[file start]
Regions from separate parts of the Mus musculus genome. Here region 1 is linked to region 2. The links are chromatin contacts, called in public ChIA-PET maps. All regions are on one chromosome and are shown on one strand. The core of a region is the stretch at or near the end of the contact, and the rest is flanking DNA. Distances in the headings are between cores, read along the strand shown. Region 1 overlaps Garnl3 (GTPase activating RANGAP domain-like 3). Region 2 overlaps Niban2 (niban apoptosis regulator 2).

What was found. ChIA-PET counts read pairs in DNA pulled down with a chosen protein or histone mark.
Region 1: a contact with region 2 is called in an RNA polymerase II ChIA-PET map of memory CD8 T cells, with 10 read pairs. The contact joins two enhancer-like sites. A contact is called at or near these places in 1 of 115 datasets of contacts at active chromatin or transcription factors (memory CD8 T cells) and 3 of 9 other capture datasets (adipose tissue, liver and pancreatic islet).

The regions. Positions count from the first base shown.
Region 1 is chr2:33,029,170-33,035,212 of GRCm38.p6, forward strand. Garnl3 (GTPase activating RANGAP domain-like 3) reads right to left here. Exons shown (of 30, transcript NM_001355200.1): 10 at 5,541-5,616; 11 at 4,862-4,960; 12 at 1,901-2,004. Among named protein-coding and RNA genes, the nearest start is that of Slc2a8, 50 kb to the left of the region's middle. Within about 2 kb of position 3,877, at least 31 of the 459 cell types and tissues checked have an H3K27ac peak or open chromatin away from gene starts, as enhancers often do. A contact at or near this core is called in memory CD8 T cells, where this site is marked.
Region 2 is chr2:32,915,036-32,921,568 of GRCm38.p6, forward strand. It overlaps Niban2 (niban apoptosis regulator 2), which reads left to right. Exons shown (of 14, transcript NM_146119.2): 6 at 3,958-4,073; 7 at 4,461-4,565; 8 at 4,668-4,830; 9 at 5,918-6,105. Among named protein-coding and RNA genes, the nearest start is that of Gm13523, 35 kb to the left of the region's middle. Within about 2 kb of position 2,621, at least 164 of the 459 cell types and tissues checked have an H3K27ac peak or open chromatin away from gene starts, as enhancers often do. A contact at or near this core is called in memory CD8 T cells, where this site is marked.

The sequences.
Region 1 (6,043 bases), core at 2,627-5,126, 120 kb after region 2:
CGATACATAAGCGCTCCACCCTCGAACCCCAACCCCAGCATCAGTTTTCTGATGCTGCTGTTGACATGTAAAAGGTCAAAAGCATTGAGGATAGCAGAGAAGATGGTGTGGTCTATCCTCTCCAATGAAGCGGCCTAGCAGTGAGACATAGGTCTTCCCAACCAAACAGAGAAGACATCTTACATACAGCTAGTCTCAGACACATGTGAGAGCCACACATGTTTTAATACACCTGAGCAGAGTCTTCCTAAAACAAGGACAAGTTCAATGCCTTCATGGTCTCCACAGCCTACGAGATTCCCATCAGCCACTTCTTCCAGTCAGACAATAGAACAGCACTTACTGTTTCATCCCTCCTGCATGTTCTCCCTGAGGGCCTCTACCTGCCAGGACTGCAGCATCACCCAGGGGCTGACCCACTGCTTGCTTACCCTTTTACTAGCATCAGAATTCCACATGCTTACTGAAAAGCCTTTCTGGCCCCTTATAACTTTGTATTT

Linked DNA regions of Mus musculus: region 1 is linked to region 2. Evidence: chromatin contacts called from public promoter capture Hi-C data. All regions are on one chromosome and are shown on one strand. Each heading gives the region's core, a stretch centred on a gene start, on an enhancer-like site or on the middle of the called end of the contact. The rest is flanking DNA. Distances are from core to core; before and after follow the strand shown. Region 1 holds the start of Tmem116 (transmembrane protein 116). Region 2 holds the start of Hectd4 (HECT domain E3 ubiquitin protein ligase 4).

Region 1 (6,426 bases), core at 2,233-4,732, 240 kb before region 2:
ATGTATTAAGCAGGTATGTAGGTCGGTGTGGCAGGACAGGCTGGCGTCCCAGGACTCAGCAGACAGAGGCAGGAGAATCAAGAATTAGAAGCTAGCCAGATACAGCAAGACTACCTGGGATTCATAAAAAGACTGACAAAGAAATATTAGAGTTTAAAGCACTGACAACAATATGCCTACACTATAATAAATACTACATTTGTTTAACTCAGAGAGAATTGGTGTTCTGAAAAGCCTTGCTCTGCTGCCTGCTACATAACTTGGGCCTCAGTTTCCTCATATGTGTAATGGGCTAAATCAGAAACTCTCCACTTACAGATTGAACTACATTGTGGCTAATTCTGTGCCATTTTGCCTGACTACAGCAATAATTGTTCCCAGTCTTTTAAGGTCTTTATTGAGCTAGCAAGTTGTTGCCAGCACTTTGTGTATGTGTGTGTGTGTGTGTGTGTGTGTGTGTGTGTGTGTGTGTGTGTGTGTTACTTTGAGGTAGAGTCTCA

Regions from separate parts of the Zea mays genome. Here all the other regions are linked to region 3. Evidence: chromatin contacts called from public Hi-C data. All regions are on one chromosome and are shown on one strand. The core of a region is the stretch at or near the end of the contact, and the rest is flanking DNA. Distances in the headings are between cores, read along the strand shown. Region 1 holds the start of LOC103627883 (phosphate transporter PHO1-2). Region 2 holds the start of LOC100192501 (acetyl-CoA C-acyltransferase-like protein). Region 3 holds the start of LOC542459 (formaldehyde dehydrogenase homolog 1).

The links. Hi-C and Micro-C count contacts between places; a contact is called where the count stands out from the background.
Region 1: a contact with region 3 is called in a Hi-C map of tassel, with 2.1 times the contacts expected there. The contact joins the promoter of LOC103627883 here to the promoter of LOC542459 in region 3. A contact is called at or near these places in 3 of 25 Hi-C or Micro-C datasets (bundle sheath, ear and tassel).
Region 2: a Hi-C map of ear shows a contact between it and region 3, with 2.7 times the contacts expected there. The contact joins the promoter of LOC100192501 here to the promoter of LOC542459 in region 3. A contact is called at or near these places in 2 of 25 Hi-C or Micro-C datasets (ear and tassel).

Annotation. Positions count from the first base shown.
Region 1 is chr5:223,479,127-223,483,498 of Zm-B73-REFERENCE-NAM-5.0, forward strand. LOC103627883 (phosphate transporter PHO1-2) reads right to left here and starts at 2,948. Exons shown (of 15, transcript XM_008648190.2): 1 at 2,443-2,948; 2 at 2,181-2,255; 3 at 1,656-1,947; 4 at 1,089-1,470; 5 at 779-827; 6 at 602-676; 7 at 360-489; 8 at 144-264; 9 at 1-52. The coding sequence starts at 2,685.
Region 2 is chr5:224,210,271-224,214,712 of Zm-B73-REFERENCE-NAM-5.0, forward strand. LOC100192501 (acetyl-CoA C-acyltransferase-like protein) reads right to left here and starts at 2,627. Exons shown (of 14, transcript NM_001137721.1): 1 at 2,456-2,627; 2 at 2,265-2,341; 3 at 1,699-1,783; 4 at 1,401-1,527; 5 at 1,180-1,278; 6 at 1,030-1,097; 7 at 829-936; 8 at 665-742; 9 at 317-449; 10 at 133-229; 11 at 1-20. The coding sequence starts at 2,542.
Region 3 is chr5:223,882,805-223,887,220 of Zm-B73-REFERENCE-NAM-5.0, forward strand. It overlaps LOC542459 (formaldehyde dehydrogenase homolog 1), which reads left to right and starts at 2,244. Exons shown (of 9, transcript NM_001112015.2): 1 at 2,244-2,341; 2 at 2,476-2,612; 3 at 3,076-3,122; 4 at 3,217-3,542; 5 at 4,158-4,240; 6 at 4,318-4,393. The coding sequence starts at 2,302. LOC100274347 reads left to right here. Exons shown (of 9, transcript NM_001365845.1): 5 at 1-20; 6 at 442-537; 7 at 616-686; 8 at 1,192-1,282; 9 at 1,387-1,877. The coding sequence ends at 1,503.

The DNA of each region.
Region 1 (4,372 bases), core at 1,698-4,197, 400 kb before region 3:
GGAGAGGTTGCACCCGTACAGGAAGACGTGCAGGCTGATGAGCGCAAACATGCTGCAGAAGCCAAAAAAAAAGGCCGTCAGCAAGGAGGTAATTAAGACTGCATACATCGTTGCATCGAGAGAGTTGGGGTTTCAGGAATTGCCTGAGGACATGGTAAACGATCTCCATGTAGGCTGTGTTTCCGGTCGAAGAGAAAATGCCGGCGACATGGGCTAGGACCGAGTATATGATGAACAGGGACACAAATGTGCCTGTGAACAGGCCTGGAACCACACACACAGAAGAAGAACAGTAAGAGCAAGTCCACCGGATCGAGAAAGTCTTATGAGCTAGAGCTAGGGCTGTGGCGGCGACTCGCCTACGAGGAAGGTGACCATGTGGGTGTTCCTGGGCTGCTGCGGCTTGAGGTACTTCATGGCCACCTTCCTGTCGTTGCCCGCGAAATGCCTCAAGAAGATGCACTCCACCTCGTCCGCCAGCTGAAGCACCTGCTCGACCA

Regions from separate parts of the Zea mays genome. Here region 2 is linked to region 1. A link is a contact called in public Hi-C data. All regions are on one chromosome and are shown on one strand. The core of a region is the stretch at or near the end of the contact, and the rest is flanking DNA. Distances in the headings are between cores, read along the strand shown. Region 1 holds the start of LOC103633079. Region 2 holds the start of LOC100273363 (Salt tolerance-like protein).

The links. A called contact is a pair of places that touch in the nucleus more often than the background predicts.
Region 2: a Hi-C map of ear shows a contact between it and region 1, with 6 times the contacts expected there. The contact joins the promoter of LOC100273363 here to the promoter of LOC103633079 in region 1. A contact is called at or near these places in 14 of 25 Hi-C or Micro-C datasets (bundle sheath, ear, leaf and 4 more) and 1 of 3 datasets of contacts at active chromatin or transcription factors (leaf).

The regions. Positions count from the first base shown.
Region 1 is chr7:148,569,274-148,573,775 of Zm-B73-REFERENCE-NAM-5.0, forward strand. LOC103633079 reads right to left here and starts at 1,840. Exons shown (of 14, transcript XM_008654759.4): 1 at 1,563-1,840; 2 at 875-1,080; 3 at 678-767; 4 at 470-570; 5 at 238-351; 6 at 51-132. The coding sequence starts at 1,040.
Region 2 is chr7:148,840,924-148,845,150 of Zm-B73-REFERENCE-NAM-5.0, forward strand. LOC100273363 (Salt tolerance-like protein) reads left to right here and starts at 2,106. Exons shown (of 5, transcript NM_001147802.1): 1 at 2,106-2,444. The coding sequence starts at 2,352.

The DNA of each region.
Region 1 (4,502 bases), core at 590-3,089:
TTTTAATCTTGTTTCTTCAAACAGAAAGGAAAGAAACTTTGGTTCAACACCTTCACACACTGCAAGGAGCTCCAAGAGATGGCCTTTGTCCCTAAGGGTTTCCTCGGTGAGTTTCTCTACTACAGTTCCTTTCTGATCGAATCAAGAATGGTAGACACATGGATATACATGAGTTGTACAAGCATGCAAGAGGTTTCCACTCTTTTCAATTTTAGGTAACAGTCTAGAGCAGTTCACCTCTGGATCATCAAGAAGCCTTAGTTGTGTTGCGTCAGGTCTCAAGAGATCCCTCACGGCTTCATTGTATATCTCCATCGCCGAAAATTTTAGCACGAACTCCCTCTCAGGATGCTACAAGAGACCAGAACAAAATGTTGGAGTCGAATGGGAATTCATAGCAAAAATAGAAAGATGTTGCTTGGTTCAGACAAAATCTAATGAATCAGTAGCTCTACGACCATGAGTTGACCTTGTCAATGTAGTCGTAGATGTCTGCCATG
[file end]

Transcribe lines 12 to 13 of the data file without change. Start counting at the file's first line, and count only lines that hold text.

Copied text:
ATGTATTAAGCAGGTATGTAGGTCGGTGTGGCAGGACAGGCTGGCGTCCCAGGACTCAGCAGACAGAGGCAGGAGAATCAAGAATTAGAAGCTAGCCAGATACAGCAAGACTACCTGGGATTCATAAAAAGACTGACAAAGAAATATTAGAGTTTAAAGCACTGACAACAATATGCCTACACTATAATAAATACTACATTTGTTTAACTCAGAGAGAATTGGTGTTCTGAAAAGCCTTGCTCTGCTGCCTGCTACATAACTTGGGCCTCAGTTTCCTCATATGTGTAATGGGCTAAATCAGAAACTCTCCACTTACAGATTGAACTACATTGTGGCTAATTCTGTGCCATTTTGCCTGACTACAGCAATAATTGTTCCCAGTCTTTTAAGGTCTTTATTGAGCTAGCAAGTTGTTGCCAGCACTTTGTGTATGTGTGTGTGTGTGTGTGTGTGTGTGTGTGTGTGTGTGTGTGTGTGTGTTACTTTGAGGTAGAGTCTCA

Regions from separate parts of the Zea mays genome. Here all the other regions are linked to region 3. Evidence: chromatin contacts called from public Hi-C data. All regions are on one chromosome and are shown on one strand. The core of a region is the stretch at or near the end of the contact, and the rest is flanking DNA. Distances in the headings are between cores, read along the strand shown. Region 1 holds the start of LOC103627883 (phosphate transporter PHO1-2). Region 2 holds the start of LOC100192501 (acetyl-CoA C-acyltransferase-like protein). Region 3 holds the start of LOC542459 (formaldehyde dehydrogenase homolog 1).